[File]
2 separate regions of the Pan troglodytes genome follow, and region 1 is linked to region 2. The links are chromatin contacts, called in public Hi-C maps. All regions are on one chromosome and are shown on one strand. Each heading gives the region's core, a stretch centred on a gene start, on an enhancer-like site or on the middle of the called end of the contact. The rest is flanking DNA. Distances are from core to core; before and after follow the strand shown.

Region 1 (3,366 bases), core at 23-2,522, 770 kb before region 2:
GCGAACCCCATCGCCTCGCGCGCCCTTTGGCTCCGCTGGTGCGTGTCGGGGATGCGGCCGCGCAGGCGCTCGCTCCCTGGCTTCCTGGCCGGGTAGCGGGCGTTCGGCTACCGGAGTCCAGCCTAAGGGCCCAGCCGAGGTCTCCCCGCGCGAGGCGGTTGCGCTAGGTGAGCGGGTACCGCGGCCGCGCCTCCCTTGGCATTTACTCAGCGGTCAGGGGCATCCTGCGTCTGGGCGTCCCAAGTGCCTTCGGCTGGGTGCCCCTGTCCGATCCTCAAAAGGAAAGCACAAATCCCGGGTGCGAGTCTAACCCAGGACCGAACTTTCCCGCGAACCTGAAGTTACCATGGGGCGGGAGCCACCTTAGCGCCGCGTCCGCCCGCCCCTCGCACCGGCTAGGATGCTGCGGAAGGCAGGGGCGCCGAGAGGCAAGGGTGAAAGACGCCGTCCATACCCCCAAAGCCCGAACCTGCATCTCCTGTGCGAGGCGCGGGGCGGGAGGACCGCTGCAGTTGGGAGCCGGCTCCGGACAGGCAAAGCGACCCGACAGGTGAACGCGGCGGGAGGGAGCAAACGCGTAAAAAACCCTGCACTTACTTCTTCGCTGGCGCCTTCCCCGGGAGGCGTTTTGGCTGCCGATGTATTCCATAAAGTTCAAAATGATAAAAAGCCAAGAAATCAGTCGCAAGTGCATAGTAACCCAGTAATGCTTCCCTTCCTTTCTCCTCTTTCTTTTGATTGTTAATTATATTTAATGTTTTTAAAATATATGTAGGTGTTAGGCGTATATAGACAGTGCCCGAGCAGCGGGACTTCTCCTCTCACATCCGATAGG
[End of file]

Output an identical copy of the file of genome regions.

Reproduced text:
2 separate regions of the Pan troglodytes genome follow, and region 1 is linked to region 2. The links are chromatin contacts, called in public Hi-C maps. All regions are on one chromosome and are shown on one strand. Each heading gives the region's core, a stretch centred on a gene start, on an enhancer-like site or on the middle of the called end of the contact. The rest is flanking DNA. Distances are from core to core; before and after follow the strand shown.

Region 1 (3,366 bases), core at 23-2,522, 770 kb before region 2:
GCGAACCCCATCGCCTCGCGCGCCCTTTGGCTCCGCTGGTGCGTGTCGGGGATGCGGCCGCGCAGGCGCTCGCTCCCTGGCTTCCTGGCCGGGTAGCGGGCGTTCGGCTACCGGAGTCCAGCCTAAGGGCCCAGCCGAGGTCTCCCCGCGCGAGGCGGTTGCGCTAGGTGAGCGGGTACCGCGGCCGCGCCTCCCTTGGCATTTACTCAGCGGTCAGGGGCATCCTGCGTCTGGGCGTCCCAAGTGCCTTCGGCTGGGTGCCCCTGTCCGATCCTCAAAAGGAAAGCACAAATCCCGGGTGCGAGTCTAACCCAGGACCGAACTTTCCCGCGAACCTGAAGTTACCATGGGGCGGGAGCCACCTTAGCGCCGCGTCCGCCCGCCCCTCGCACCGGCTAGGATGCTGCGGAAGGCAGGGGCGCCGAGAGGCAAGGGTGAAAGACGCCGTCCATACCCCCAAAGCCCGAACCTGCATCTCCTGTGCGAGGCGCGGGGCGGGAGGACCGCTGCAGTTGGGAGCCGGCTCCGGACAGGCAAAGCGACCCGACAGGTGAACGCGGCGGGAGGGAGCAAACGCGTAAAAAACCCTGCACTTACTTCTTCGCTGGCGCCTTCCCCGGGAGGCGTTTTGGCTGCCGATGTATTCCATAAAGTTCAAAATGATAAAAAGCCAAGAAATCAGTCGCAAGTGCATAGTAACCCAGTAATGCTTCCCTTCCTTTCTCCTCTTTCTTTTGATTGTTAATTATATTTAATGTTTTTAAAATATATGTAGGTGTTAGGCGTATATAGACAGTGCCCGAGCAGCGGGACTTCTCCTCTCACATCCGATAGG